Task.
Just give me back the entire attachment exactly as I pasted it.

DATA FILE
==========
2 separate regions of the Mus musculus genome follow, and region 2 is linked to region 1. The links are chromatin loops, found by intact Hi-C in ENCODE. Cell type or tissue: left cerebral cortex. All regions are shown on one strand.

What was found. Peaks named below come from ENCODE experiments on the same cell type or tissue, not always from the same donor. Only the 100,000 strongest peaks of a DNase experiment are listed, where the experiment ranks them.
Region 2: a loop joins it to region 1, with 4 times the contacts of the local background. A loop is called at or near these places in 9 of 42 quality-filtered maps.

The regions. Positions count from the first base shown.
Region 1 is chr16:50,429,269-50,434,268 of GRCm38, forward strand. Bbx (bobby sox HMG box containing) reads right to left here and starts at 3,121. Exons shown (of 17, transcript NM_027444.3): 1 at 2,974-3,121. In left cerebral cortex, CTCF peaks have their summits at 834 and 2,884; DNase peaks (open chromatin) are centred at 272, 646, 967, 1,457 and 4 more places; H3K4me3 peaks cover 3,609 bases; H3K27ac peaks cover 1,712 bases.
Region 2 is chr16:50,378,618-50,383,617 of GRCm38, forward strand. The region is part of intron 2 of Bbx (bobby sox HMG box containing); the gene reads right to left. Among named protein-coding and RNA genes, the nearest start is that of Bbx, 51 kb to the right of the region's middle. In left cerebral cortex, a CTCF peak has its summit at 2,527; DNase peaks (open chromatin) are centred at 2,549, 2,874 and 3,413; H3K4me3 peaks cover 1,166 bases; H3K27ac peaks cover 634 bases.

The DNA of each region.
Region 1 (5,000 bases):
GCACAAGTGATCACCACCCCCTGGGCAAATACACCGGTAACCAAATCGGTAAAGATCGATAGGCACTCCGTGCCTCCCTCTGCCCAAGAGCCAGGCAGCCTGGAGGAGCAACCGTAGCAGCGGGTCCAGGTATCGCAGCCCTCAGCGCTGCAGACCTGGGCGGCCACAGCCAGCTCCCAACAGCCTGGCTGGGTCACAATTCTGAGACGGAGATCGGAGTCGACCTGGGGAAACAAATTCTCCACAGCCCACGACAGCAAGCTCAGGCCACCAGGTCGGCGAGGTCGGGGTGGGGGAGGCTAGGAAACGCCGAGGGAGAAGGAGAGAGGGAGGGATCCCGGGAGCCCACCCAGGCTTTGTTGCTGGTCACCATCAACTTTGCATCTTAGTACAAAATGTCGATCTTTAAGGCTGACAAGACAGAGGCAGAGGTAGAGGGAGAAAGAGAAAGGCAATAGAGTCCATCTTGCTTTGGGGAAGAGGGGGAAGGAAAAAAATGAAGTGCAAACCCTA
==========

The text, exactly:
2 separate regions of the Mus musculus genome follow, and region 2 is linked to region 1. The links are chromatin loops, found by intact Hi-C in ENCODE. Cell type or tissue: left cerebral cortex. All regions are shown on one strand.

What was found. Peaks named below come from ENCODE experiments on the same cell type or tissue, not always from the same donor. Only the 100,000 strongest peaks of a DNase experiment are listed, where the experiment ranks them.
Region 2: a loop joins it to region 1, with 4 times the contacts of the local background. A loop is called at or near these places in 9 of 42 quality-filtered maps.

The regions. Positions count from the first base shown.
Region 1 is chr16:50,429,269-50,434,268 of GRCm38, forward strand. Bbx (bobby sox HMG box containing) reads right to left here and starts at 3,121. Exons shown (of 17, transcript NM_027444.3): 1 at 2,974-3,121. In left cerebral cortex, CTCF peaks have their summits at 834 and 2,884; DNase peaks (open chromatin) are centred at 272, 646, 967, 1,457 and 4 more places; H3K4me3 peaks cover 3,609 bases; H3K27ac peaks cover 1,712 bases.
Region 2 is chr16:50,378,618-50,383,617 of GRCm38, forward strand. The region is part of intron 2 of Bbx (bobby sox HMG box containing); the gene reads right to left. Among named protein-coding and RNA genes, the nearest start is that of Bbx, 51 kb to the right of the region's middle. In left cerebral cortex, a CTCF peak has its summit at 2,527; DNase peaks (open chromatin) are centred at 2,549, 2,874 and 3,413; H3K4me3 peaks cover 1,166 bases; H3K27ac peaks cover 634 bases.

The DNA of each region.
Region 1 (5,000 bases):
GCACAAGTGATCACCACCCCCTGGGCAAATACACCGGTAACCAAATCGGTAAAGATCGATAGGCACTCCGTGCCTCCCTCTGCCCAAGAGCCAGGCAGCCTGGAGGAGCAACCGTAGCAGCGGGTCCAGGTATCGCAGCCCTCAGCGCTGCAGACCTGGGCGGCCACAGCCAGCTCCCAACAGCCTGGCTGGGTCACAATTCTGAGACGGAGATCGGAGTCGACCTGGGGAAACAAATTCTCCACAGCCCACGACAGCAAGCTCAGGCCACCAGGTCGGCGAGGTCGGGGTGGGGGAGGCTAGGAAACGCCGAGGGAGAAGGAGAGAGGGAGGGATCCCGGGAGCCCACCCAGGCTTTGTTGCTGGTCACCATCAACTTTGCATCTTAGTACAAAATGTCGATCTTTAAGGCTGACAAGACAGAGGCAGAGGTAGAGGGAGAAAGAGAAAGGCAATAGAGTCCATCTTGCTTTGGGGAAGAGGGGGAAGGAAAAAAATGAAGTGCAAACCCTA